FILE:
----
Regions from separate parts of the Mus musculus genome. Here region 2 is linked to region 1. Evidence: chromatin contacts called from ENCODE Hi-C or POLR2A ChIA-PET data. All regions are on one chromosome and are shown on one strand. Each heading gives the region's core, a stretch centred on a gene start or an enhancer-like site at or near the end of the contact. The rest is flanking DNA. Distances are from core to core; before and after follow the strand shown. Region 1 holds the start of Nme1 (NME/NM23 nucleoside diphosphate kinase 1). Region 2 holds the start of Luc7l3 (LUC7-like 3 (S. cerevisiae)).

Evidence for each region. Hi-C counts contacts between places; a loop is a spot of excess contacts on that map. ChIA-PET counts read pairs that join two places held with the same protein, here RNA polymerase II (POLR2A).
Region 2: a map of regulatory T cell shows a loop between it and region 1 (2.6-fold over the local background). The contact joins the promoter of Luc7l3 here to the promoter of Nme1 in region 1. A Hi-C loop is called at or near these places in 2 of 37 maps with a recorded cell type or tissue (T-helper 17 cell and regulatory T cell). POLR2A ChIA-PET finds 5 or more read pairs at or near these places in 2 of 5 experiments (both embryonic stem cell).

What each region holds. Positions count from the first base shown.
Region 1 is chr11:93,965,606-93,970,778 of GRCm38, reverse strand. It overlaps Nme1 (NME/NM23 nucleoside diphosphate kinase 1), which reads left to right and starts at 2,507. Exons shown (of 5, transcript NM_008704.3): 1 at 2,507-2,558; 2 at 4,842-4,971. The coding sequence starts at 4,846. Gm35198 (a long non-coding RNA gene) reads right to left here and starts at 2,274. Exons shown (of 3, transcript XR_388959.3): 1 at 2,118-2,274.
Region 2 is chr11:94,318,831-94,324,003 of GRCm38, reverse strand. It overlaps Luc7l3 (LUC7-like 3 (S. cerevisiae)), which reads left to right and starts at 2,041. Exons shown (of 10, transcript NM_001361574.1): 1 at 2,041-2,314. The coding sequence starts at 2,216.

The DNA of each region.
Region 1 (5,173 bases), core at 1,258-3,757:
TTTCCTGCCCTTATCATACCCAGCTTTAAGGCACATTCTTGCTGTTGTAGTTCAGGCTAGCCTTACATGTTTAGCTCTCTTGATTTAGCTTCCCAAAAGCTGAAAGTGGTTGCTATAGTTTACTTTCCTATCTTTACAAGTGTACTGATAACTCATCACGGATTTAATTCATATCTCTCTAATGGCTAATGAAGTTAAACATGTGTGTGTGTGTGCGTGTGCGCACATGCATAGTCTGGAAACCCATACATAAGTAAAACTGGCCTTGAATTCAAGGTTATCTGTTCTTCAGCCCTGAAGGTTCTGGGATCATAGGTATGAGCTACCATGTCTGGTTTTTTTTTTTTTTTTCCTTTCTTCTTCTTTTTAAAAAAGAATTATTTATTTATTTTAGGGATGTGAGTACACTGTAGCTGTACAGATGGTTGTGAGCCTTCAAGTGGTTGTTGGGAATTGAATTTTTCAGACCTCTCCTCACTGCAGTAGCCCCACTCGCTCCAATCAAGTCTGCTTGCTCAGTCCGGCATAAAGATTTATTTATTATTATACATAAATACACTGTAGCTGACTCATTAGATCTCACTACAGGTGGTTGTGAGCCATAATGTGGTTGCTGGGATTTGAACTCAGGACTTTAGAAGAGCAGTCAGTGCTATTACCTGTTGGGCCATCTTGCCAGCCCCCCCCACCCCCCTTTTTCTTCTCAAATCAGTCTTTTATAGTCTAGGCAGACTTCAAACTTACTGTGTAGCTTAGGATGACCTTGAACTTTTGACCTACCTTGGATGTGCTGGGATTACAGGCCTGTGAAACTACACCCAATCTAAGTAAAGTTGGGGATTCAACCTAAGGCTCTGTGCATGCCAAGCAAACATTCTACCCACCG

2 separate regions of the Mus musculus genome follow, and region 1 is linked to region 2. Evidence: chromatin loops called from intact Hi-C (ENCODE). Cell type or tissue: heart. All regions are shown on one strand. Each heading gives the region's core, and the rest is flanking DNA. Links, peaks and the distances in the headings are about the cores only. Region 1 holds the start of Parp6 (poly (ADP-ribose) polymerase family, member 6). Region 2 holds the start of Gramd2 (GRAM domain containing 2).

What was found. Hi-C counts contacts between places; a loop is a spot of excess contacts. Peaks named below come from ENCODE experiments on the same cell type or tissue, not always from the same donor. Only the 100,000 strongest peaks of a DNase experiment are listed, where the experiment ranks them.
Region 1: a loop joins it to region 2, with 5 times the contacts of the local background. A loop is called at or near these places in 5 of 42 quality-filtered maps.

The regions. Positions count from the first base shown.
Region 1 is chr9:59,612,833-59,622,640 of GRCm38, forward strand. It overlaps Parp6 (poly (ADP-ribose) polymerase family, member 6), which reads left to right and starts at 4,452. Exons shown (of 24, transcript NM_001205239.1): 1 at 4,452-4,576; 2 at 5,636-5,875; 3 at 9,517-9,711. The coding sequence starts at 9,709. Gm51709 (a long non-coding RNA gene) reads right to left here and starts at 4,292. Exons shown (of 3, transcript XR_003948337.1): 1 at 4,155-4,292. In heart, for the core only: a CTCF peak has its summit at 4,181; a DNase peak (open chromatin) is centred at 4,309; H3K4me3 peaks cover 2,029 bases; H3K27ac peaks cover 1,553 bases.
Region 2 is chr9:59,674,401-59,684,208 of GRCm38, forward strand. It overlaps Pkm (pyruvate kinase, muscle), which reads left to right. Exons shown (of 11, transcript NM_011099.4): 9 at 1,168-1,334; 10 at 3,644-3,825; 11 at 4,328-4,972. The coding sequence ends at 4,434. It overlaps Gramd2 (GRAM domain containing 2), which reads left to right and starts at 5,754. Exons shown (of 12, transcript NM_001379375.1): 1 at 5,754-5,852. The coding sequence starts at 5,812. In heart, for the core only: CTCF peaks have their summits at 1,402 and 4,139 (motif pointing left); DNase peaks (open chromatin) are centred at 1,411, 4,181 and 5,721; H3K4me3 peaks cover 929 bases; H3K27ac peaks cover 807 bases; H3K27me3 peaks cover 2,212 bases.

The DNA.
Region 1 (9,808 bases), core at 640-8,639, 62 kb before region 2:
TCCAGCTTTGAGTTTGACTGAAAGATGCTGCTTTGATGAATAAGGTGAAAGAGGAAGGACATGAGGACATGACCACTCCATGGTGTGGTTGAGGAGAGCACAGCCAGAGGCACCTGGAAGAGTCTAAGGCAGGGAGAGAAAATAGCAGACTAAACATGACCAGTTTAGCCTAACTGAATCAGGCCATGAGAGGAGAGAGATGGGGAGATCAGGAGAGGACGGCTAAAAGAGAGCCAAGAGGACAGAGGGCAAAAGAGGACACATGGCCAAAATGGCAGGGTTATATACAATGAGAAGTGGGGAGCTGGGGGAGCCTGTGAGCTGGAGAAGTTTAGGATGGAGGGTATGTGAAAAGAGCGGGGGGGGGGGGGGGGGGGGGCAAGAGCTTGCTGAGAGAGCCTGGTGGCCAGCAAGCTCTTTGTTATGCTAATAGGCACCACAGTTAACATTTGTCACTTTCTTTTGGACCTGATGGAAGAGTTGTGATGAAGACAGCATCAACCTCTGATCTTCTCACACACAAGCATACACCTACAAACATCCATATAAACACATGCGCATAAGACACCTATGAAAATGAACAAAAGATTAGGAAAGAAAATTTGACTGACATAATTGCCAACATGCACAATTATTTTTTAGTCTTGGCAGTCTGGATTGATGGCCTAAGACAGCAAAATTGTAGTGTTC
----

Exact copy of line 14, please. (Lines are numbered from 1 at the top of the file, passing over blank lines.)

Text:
Region 1 is chr9:59,612,833-59,622,640 of GRCm38, forward strand. It overlaps Parp6 (poly (ADP-ribose) polymerase family, member 6), which reads left to right and starts at 4,452. Exons shown (of 24, transcript NM_001205239.1): 1 at 4,452-4,576; 2 at 5,636-5,875; 3 at 9,517-9,711. The coding sequence starts at 9,709. Gm51709 (a long non-coding RNA gene) reads right to left here and starts at 4,292. Exons shown (of 3, transcript XR_003948337.1): 1 at 4,155-4,292. In heart, for the core only: a CTCF peak has its summit at 4,181; a DNase peak (open chromatin) is centred at 4,309; H3K4me3 peaks cover 2,029 bases; H3K27ac peaks cover 1,553 bases.